illustration of a person holding a book and a coffee in front of a Trello board

Three hours a day. According to a 2020 study by Automation Anywhere, that’s the average amount of time employees waste completing tasks that could be automated. But Trello’s automation rules improve productivity and take many of those manual tasks—like updating project status or moving Trello cards between lists—off employees’ plates. With rule automations in place to handle simple tasks, employees can devote more time to high-impact work.

It’s a simple yet effective cause-and-effect formula: When x happens, do y. You select a trigger and determine the action you’d like. That automation saves to your Trello board, and it will trigger every time the conditions are met.

Here are a few ideas to use Trello’s flexible automation rules to eliminate manual processes, make life easier for employees, and improve productivity.

1. Manage deadlines easier with automated due dates

Trello’s automation rules help reduce missed deadlines and keep projects on track. Teams can automatically assign due dates, get notifications for upcoming deadlines, and identify overdue tasks so employees can quickly resolve them.

Automatically assign due dates

You add a card to Trello, write a robust project description, and tag relevant team members. There’s just one thing: In the description you mention it’s due next Friday, but you forgot to add a due date. 

Anyone on the team can create an automation rule that tells Butler (Trello’s built-in automation tool) to assign a due date based on card description content. Butler automation scans the card, sees that you mentioned “next Friday” and “10 a.m.” in your description, and assigns a due date for that day and time. Pretty cool, right?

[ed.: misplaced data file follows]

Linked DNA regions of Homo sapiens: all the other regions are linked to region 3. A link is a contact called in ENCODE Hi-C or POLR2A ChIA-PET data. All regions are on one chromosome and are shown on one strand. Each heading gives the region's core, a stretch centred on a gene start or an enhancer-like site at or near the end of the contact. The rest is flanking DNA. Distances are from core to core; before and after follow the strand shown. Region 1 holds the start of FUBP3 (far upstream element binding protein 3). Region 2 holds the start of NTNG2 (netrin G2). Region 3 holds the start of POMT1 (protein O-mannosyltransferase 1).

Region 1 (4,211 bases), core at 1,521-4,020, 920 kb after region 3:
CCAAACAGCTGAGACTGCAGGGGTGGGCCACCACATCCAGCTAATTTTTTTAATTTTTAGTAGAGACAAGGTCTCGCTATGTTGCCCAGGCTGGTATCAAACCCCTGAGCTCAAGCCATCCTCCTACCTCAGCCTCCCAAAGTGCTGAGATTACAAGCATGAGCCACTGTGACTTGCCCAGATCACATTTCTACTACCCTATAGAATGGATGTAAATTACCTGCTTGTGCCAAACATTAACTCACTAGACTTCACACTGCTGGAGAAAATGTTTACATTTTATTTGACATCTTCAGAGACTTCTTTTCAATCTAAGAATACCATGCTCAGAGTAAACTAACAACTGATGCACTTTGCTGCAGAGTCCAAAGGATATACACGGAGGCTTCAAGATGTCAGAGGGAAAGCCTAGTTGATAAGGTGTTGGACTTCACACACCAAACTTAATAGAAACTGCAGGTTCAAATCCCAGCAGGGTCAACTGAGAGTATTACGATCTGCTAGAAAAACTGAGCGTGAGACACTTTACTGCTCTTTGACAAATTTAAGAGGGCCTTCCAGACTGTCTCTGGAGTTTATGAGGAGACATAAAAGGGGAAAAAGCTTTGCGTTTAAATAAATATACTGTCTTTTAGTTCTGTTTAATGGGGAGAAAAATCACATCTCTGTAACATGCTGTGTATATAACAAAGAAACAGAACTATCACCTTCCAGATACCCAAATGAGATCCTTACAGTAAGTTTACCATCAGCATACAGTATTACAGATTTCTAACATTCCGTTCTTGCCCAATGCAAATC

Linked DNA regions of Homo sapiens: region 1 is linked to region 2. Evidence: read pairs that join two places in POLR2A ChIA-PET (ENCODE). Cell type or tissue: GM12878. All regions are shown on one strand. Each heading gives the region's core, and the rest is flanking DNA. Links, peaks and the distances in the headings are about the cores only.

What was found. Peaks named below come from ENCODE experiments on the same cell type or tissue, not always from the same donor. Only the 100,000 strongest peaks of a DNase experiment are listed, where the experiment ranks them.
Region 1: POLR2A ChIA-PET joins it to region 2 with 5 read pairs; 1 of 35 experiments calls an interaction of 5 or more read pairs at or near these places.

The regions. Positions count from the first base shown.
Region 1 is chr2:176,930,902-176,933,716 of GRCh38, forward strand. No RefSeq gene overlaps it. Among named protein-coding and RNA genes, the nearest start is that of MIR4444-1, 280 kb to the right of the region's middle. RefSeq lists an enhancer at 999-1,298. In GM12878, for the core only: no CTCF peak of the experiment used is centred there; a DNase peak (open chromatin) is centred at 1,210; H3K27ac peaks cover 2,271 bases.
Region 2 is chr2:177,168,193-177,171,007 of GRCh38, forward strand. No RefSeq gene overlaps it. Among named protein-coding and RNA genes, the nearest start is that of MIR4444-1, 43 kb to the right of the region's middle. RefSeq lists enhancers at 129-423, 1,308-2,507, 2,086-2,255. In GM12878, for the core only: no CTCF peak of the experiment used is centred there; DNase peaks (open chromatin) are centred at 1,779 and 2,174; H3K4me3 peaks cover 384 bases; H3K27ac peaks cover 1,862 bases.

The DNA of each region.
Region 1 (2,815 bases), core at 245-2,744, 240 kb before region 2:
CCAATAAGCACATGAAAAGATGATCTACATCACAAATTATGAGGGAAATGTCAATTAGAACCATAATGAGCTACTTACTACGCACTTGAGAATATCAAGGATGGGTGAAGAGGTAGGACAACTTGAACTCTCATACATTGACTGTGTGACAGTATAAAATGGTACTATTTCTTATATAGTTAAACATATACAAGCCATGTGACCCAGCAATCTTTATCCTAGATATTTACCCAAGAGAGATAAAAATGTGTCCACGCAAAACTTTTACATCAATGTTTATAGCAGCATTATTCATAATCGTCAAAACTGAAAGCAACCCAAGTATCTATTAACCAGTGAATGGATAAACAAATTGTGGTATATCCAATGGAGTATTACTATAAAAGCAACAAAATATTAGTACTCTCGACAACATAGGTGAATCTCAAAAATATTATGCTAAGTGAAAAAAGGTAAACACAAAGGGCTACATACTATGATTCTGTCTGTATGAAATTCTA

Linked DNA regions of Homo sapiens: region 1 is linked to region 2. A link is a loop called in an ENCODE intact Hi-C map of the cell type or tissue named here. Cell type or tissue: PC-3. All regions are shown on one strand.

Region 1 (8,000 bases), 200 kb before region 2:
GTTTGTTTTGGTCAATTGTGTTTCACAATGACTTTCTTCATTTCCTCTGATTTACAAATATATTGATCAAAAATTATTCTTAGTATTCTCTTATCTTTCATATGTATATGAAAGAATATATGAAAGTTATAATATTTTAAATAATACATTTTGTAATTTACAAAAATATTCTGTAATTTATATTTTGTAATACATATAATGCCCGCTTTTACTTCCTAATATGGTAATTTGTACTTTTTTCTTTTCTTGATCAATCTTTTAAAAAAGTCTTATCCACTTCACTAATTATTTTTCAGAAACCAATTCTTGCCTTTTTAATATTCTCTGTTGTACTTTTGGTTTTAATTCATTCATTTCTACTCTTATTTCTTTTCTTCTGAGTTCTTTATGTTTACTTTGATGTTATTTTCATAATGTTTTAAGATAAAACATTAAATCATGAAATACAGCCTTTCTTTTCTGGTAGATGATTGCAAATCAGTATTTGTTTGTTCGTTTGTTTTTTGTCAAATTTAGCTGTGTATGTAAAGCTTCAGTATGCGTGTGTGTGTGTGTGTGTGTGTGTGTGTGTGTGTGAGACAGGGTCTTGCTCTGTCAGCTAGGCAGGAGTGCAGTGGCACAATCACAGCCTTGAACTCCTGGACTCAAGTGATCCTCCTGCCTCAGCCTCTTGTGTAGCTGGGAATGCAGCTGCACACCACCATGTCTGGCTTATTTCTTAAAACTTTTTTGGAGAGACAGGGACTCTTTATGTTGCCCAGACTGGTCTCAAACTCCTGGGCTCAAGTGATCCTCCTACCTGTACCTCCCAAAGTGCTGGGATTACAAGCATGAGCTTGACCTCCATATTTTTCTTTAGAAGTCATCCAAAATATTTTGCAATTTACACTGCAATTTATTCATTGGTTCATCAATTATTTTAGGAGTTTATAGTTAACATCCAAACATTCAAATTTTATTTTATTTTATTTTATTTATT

If you manually add cards on Monday with tasks to knock out before Friday, set up an automation rule so that Trello sets the due date for each task.

Rule automations can also assign due dates within a specific timeframe—such as “one week from today.” This works great for tasks without a hard deadline.

Notify the team when a due date approaches

When work gets busy it’s easy for tasks to get lost, and a quick reminder can be a lifesaver. In Trello, managers can use rules to alert employees when an incomplete task approaches its due date to help keep projects moving.

Let’s say you want to set this up for your marketing team. Here’s how to do it:

  1. Navigate to your Marketing board in Trello.
  2. Click “Automations” → select “Rules” → click into “Due Date” → and select “Create Command.”
  3. Select your trigger (in this case, how long before a due date you want to notify employees).
  4. Select the corresponding action (or actions) you want. You could notify team members through a Slack channel, trigger an email, or drop a comment directly on the Trello card requesting a status update. Whatever works best for your team!
  5. Hit Save, sit back, and watch the magic.

screenshot of a Trello rule that notifies employees when a task is duePrevent missed deadlines by notifying employees when a task is due.

Prioritize overdue tasks

Due date reminders are a lifesaver, but a deadline can still get missed. When it does, have an automation rule in place to increase visibility so employees can prioritize overdue tasks.

Set up a rule so that when a card is one day past its due date, the following actions take place:

  • The card is automatically labeled “Overdue”
  • It’s moved to the top of the team’s To-Do list
  • The entire board is notified

2. Avoid duplicate work with Trello automation rules

According to Panopto’s 2020 Workplace Knowledge And Productivity report, the average employee wastes almost six hours per week duplicating other people’s work. Why? There’s often confusion over task status. Did someone do that client competitor research already? Or not? Teams can eliminate wasted time with simple automation rules that broadcast when a task is complete.

Begin with a rule that closes out a card when it’s moved to the Done list.